"When one person leaves the cockpit, two people will now have to be there," Norwegian's flight operations director Thomas Hesthammer said on Thursday, after French officials said the co-pilot of the doomed Germanwings flight that crashed on Tuesday appeared to have locked the pilot out of the cockpit and deliberately crashed the plane.
Norwegian: two people in cockpit at all times
A library image of a Norwegian plane. Photo: Johan Nilsson / TT / NTB scanpix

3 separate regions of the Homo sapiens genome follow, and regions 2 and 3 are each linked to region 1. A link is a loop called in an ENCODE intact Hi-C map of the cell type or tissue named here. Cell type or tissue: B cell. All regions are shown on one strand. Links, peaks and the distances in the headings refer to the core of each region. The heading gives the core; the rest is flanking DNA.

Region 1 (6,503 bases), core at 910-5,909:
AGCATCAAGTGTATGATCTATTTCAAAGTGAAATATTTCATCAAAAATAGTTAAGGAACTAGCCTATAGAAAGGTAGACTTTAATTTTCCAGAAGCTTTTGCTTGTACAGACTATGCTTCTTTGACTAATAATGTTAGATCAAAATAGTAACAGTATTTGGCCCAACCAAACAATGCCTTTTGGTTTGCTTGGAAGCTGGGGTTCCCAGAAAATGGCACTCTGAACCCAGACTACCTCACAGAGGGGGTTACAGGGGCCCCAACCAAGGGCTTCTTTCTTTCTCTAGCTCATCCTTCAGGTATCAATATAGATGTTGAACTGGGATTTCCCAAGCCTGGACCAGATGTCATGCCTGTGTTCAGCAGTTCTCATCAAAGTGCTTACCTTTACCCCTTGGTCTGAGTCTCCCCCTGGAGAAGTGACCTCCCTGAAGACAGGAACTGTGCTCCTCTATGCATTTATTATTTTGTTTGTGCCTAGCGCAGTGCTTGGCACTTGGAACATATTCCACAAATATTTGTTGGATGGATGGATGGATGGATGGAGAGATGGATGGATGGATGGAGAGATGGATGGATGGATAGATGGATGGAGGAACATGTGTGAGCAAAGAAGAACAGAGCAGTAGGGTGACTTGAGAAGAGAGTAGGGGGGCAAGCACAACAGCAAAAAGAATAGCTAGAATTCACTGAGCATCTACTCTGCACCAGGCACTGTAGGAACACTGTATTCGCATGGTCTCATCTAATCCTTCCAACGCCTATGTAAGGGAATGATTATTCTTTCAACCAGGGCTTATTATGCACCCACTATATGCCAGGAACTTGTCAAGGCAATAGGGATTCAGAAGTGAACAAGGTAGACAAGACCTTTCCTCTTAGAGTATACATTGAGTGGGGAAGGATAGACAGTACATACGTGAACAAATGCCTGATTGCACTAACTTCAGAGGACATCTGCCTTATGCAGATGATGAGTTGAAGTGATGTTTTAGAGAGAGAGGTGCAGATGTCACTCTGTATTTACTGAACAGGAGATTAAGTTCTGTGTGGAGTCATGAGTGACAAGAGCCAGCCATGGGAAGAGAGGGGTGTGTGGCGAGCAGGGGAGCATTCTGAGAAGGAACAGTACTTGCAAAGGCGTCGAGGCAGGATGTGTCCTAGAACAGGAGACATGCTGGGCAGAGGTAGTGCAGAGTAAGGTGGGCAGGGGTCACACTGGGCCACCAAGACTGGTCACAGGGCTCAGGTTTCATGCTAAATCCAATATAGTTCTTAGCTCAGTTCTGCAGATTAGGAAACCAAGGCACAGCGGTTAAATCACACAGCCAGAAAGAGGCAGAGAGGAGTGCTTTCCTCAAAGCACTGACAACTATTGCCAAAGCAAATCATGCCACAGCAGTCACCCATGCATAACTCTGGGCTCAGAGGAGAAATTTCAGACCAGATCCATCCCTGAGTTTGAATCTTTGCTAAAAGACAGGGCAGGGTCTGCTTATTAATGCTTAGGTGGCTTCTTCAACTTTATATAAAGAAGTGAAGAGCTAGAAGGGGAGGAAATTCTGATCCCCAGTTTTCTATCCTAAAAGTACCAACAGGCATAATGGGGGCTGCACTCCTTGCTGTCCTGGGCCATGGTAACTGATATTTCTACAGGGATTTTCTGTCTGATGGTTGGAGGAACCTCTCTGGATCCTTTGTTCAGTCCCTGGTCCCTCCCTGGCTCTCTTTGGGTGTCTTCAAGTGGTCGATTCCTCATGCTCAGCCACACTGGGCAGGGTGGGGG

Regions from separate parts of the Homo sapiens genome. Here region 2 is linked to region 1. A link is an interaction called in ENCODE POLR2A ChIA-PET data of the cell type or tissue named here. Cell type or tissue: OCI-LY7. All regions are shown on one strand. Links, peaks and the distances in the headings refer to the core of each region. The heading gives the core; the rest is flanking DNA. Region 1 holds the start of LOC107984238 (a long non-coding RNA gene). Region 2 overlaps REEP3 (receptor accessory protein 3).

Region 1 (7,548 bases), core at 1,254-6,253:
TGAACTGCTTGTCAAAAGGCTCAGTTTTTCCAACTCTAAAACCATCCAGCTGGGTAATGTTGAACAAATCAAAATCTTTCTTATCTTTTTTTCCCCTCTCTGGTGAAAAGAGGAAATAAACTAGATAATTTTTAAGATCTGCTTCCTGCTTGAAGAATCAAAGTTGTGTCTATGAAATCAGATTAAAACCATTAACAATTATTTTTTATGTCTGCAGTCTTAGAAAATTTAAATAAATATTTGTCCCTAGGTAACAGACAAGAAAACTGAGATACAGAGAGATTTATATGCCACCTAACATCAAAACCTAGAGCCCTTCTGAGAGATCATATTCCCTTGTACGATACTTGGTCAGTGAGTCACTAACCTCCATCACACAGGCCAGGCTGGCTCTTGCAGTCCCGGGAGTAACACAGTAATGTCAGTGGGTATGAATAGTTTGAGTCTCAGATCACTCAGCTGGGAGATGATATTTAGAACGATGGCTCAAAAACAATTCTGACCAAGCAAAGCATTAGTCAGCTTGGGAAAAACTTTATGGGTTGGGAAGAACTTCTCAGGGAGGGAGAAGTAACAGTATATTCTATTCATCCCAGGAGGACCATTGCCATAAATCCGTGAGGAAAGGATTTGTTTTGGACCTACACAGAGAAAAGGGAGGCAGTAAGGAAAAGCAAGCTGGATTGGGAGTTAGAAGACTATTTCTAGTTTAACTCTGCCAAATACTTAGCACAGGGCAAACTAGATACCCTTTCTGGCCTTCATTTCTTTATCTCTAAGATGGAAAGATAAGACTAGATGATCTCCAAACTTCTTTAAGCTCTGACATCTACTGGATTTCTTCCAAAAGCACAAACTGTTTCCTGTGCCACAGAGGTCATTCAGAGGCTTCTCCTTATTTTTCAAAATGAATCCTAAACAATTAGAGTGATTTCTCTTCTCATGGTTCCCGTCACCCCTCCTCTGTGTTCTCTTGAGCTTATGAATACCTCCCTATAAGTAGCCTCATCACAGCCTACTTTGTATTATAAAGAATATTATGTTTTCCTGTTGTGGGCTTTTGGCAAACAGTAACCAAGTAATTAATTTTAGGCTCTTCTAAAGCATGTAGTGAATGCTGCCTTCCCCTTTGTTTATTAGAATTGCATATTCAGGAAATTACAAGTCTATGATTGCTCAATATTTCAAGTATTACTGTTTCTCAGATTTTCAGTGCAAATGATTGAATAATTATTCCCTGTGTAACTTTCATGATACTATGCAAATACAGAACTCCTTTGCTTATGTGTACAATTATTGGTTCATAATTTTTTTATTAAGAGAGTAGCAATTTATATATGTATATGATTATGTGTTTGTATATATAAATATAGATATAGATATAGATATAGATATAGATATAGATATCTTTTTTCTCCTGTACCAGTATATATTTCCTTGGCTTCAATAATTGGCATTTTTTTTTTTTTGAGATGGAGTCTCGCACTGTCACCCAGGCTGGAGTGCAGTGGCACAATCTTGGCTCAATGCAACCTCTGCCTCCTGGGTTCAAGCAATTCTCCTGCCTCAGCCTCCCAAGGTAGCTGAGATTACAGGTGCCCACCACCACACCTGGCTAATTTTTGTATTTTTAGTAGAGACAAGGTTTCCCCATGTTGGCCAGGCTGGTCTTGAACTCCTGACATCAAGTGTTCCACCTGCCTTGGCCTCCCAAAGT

26 March 2015
Low-cost carrier Norwegian Air Shuttle has said it will require two people to be in the cockpit at all times for safety reasons, following suspicions that a co-pilot deliberately crashed a Germanwings flight in France on Tuesday.
French prosecutors suspect Andreas Lubitz, 28, "voluntarily" initiated the descent of the flight towards the French Alps where it crashed near the village of Barcelonnette, killing all 150 people on board.
According to reports the German pilot had 630 hours of experience (or roughly one year's worth) under his belt, compared to the ten years of his pilot.
Exact details of what happened in the cockpit during the 11-minute descent remain unknown, but it is understood that Lubitz's breathing could be heard while the captain was desperately trying to break through the cockpit door.